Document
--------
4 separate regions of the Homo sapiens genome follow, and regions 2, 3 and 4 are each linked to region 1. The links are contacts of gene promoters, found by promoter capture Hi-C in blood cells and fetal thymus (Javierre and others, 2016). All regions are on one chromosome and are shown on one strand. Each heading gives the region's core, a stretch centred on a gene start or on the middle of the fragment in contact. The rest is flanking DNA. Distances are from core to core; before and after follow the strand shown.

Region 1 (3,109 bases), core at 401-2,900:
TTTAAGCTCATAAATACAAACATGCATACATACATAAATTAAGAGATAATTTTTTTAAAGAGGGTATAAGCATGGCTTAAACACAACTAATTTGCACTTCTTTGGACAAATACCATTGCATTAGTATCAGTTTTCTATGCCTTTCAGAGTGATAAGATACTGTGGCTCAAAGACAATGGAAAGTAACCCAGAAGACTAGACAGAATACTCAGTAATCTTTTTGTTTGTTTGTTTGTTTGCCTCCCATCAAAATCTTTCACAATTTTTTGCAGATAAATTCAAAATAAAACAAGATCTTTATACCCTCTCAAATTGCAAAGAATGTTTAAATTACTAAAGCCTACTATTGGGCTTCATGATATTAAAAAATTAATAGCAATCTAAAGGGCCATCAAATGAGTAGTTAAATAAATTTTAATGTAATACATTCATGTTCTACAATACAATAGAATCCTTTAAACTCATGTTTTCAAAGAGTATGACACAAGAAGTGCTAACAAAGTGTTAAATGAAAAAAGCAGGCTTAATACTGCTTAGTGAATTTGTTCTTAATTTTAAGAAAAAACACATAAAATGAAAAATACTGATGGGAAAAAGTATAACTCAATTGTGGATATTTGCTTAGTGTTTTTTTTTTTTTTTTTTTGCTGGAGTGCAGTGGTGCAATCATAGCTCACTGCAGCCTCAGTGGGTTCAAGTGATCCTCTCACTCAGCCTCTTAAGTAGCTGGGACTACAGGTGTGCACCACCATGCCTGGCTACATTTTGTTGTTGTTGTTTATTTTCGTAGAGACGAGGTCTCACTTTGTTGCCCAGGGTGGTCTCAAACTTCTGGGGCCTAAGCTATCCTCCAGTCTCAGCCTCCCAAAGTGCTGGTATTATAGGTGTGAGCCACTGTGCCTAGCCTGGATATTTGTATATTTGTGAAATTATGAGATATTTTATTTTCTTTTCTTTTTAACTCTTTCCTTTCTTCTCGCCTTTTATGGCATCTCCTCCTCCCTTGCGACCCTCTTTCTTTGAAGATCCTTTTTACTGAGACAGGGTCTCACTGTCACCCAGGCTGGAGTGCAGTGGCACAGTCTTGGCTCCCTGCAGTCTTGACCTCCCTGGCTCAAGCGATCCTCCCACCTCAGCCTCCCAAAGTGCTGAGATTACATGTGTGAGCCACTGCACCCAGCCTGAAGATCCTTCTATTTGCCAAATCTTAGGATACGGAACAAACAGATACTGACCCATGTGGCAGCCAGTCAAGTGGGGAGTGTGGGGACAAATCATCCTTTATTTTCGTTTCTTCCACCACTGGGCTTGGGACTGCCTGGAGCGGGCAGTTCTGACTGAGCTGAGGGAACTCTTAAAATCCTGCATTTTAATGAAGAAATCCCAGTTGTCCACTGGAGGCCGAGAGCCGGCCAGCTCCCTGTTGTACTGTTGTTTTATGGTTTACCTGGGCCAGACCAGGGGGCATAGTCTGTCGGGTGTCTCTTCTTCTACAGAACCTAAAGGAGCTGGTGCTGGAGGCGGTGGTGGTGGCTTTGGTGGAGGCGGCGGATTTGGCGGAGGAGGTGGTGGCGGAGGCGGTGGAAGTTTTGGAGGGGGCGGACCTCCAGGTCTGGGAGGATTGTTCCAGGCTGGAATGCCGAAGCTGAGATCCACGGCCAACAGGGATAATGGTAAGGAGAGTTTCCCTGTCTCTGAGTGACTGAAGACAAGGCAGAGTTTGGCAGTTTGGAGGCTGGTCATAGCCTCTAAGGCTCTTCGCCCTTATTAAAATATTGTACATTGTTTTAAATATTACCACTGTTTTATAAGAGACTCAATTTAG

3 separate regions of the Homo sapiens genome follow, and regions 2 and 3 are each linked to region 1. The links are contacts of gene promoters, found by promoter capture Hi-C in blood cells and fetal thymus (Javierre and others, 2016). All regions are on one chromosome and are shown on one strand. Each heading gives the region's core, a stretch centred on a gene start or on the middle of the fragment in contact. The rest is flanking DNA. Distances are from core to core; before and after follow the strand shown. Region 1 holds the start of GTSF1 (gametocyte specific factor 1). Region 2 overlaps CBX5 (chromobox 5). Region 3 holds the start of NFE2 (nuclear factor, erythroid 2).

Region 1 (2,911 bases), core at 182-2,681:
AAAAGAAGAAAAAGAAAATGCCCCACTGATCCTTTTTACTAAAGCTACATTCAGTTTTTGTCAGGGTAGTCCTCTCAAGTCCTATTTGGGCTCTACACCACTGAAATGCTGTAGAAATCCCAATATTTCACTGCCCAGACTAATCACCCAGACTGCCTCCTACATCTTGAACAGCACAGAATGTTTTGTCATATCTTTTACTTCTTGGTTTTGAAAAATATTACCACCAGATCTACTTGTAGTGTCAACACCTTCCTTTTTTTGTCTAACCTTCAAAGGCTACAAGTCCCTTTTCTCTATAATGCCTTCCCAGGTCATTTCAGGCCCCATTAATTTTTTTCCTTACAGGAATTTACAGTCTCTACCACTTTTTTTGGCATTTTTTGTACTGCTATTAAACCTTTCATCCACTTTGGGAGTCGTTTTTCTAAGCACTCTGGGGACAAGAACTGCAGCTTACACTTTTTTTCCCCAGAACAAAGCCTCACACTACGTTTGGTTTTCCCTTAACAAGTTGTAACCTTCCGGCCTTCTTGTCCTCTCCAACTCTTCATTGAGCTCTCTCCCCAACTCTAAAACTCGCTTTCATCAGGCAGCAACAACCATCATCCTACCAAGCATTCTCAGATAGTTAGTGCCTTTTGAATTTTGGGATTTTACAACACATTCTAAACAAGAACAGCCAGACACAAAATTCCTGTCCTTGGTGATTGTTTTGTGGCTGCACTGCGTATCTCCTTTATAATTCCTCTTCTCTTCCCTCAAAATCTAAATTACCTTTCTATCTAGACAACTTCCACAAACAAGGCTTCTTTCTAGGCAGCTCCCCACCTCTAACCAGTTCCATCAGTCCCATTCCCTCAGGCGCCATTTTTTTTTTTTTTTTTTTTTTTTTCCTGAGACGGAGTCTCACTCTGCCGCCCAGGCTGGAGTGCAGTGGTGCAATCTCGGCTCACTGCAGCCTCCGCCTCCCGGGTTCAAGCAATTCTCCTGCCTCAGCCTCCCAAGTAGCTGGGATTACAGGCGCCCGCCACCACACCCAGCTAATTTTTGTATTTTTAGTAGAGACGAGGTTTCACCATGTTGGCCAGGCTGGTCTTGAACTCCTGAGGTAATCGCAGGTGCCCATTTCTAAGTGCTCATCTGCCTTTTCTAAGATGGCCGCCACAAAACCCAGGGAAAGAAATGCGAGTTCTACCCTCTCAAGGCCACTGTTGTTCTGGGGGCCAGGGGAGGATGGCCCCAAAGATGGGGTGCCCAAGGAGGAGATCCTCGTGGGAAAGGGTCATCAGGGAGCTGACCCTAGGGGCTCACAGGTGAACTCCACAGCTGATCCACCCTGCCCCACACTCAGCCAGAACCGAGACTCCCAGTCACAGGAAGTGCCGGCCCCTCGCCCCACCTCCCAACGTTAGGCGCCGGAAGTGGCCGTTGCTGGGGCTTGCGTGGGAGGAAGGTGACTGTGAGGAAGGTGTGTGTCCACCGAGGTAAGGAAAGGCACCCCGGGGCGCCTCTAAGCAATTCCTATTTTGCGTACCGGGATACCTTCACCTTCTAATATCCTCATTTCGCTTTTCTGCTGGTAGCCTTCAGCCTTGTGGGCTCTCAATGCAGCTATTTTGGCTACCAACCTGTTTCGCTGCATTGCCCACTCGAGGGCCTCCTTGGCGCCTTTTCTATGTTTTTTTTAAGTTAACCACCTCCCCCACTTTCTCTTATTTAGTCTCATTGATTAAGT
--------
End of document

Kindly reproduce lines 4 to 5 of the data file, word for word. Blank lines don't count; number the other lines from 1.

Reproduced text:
3 separate regions of the Homo sapiens genome follow, and regions 2 and 3 are each linked to region 1. The links are contacts of gene promoters, found by promoter capture Hi-C in blood cells and fetal thymus (Javierre and others, 2016). All regions are on one chromosome and are shown on one strand. Each heading gives the region's core, a stretch centred on a gene start or on the middle of the fragment in contact. The rest is flanking DNA. Distances are from core to core; before and after follow the strand shown. Region 1 holds the start of GTSF1 (gametocyte specific factor 1). Region 2 overlaps CBX5 (chromobox 5). Region 3 holds the start of NFE2 (nuclear factor, erythroid 2).

Region 1 (2,911 bases), core at 182-2,681: